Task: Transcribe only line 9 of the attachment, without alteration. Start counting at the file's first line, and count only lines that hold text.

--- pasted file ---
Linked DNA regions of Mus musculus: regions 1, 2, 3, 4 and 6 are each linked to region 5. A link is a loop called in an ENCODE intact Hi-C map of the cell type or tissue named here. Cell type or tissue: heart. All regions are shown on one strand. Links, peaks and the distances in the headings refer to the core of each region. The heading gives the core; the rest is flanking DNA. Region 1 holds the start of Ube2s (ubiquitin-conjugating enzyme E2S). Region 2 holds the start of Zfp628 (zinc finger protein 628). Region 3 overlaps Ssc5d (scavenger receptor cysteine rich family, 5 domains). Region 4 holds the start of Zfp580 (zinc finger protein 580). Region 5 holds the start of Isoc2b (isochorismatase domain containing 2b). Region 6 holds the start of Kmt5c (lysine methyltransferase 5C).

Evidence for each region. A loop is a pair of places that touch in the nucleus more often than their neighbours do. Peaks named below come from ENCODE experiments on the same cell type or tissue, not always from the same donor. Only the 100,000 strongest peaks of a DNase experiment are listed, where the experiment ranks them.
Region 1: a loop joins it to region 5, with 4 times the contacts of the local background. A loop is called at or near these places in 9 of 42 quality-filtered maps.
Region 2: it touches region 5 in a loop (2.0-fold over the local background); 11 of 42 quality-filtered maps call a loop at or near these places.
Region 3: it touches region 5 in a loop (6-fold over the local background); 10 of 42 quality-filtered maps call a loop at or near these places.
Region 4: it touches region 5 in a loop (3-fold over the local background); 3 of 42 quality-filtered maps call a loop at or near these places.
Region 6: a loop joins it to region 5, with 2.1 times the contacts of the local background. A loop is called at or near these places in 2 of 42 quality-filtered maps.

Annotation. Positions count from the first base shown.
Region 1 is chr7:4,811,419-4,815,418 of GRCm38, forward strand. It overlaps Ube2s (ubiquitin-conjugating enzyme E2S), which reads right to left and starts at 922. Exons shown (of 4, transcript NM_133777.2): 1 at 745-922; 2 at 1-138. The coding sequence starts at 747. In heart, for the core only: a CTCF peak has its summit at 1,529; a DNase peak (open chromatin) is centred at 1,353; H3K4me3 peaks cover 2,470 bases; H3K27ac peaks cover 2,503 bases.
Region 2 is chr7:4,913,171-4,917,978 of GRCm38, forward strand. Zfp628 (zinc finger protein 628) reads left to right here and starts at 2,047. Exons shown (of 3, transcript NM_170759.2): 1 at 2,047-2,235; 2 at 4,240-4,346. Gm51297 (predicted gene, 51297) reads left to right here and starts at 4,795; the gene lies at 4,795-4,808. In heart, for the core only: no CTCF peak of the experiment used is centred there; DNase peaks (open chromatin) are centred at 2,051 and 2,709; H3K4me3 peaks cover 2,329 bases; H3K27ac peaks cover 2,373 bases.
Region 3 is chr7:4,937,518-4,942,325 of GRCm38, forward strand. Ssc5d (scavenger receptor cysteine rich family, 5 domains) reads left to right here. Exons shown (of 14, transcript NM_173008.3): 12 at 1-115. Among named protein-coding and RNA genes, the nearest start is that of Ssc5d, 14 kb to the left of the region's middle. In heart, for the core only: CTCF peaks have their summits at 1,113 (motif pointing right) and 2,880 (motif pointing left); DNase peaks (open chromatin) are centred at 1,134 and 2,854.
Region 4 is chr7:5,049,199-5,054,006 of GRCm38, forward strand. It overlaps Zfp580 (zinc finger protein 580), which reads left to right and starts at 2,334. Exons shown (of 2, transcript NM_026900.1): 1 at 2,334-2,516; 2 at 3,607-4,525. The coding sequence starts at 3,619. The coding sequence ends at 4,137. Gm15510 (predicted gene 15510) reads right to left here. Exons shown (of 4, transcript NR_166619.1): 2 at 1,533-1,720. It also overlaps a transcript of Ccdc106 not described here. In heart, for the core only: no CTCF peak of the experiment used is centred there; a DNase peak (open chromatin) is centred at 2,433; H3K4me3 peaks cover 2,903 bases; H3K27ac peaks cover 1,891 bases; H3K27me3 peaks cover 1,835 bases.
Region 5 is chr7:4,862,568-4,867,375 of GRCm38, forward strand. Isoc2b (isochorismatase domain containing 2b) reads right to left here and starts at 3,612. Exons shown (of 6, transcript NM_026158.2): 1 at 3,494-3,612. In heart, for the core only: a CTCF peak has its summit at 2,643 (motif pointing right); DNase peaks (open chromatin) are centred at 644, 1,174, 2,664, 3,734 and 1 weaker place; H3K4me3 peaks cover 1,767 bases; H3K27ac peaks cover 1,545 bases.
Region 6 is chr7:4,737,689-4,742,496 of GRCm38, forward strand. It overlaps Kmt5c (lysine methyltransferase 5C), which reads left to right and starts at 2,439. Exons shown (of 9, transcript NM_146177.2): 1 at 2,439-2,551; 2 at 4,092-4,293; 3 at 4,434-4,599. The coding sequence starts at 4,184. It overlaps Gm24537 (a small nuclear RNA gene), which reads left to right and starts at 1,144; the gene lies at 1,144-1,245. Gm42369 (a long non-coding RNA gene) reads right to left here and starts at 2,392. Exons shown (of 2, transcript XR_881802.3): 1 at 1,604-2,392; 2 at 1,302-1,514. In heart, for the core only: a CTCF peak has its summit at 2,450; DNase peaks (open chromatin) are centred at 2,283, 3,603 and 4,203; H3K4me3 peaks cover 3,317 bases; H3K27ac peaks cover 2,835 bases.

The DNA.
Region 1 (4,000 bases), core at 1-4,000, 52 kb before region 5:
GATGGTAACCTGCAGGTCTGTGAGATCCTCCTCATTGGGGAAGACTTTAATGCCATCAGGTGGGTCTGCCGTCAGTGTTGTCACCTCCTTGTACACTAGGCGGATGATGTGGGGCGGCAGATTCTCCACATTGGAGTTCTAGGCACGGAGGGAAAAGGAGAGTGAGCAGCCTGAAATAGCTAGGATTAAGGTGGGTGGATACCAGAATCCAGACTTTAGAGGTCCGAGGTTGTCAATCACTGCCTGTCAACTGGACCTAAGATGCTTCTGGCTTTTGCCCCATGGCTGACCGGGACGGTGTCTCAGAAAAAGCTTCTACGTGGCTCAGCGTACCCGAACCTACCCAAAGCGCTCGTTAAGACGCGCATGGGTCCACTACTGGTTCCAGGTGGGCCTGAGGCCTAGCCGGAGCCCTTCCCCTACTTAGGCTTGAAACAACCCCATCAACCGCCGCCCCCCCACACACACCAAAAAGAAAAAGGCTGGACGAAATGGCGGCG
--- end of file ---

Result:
Region 1 is chr7:4,811,419-4,815,418 of GRCm38, forward strand. It overlaps Ube2s (ubiquitin-conjugating enzyme E2S), which reads right to left and starts at 922. Exons shown (of 4, transcript NM_133777.2): 1 at 745-922; 2 at 1-138. The coding sequence starts at 747. In heart, for the core only: a CTCF peak has its summit at 1,529; a DNase peak (open chromatin) is centred at 1,353; H3K4me3 peaks cover 2,470 bases; H3K27ac peaks cover 2,503 bases.